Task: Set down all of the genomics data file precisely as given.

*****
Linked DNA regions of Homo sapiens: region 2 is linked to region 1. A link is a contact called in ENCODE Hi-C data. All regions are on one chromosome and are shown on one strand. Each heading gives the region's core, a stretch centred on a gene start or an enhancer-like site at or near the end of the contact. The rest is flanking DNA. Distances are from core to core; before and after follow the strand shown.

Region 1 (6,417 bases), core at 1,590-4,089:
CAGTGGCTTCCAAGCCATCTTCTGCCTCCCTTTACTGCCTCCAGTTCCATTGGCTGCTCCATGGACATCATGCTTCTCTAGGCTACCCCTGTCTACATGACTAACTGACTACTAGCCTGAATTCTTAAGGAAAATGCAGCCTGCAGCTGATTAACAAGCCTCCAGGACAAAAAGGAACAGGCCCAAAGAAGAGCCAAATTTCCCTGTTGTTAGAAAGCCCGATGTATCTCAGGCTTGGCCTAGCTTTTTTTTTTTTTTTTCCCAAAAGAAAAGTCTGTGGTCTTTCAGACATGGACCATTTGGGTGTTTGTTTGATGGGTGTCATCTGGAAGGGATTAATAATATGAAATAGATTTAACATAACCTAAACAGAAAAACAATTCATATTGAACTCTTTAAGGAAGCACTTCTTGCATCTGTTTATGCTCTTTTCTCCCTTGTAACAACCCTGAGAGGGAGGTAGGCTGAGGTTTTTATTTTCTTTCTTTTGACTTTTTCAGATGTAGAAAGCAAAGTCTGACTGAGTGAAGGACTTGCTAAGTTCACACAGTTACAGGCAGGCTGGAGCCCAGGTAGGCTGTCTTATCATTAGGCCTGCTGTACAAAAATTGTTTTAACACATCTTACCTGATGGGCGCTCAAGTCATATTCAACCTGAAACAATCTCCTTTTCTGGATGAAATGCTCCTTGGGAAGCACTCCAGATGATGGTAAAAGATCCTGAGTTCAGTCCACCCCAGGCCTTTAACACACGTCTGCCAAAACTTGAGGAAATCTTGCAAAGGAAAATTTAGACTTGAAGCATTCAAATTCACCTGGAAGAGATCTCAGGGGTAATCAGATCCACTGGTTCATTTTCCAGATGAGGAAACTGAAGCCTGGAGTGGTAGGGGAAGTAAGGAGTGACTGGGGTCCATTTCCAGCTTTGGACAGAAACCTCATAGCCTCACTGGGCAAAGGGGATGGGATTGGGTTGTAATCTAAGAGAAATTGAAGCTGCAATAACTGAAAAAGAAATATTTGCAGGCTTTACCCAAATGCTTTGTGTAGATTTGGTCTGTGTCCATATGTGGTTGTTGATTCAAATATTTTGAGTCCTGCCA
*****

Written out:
Linked DNA regions of Homo sapiens: region 2 is linked to region 1. A link is a contact called in ENCODE Hi-C data. All regions are on one chromosome and are shown on one strand. Each heading gives the region's core, a stretch centred on a gene start or an enhancer-like site at or near the end of the contact. The rest is flanking DNA. Distances are from core to core; before and after follow the strand shown.

Region 1 (6,417 bases), core at 1,590-4,089:
CAGTGGCTTCCAAGCCATCTTCTGCCTCCCTTTACTGCCTCCAGTTCCATTGGCTGCTCCATGGACATCATGCTTCTCTAGGCTACCCCTGTCTACATGACTAACTGACTACTAGCCTGAATTCTTAAGGAAAATGCAGCCTGCAGCTGATTAACAAGCCTCCAGGACAAAAAGGAACAGGCCCAAAGAAGAGCCAAATTTCCCTGTTGTTAGAAAGCCCGATGTATCTCAGGCTTGGCCTAGCTTTTTTTTTTTTTTTTCCCAAAAGAAAAGTCTGTGGTCTTTCAGACATGGACCATTTGGGTGTTTGTTTGATGGGTGTCATCTGGAAGGGATTAATAATATGAAATAGATTTAACATAACCTAAACAGAAAAACAATTCATATTGAACTCTTTAAGGAAGCACTTCTTGCATCTGTTTATGCTCTTTTCTCCCTTGTAACAACCCTGAGAGGGAGGTAGGCTGAGGTTTTTATTTTCTTTCTTTTGACTTTTTCAGATGTAGAAAGCAAAGTCTGACTGAGTGAAGGACTTGCTAAGTTCACACAGTTACAGGCAGGCTGGAGCCCAGGTAGGCTGTCTTATCATTAGGCCTGCTGTACAAAAATTGTTTTAACACATCTTACCTGATGGGCGCTCAAGTCATATTCAACCTGAAACAATCTCCTTTTCTGGATGAAATGCTCCTTGGGAAGCACTCCAGATGATGGTAAAAGATCCTGAGTTCAGTCCACCCCAGGCCTTTAACACACGTCTGCCAAAACTTGAGGAAATCTTGCAAAGGAAAATTTAGACTTGAAGCATTCAAATTCACCTGGAAGAGATCTCAGGGGTAATCAGATCCACTGGTTCATTTTCCAGATGAGGAAACTGAAGCCTGGAGTGGTAGGGGAAGTAAGGAGTGACTGGGGTCCATTTCCAGCTTTGGACAGAAACCTCATAGCCTCACTGGGCAAAGGGGATGGGATTGGGTTGTAATCTAAGAGAAATTGAAGCTGCAATAACTGAAAAAGAAATATTTGCAGGCTTTACCCAAATGCTTTGTGTAGATTTGGTCTGTGTCCATATGTGGTTGTTGATTCAAATATTTTGAGTCCTGCCA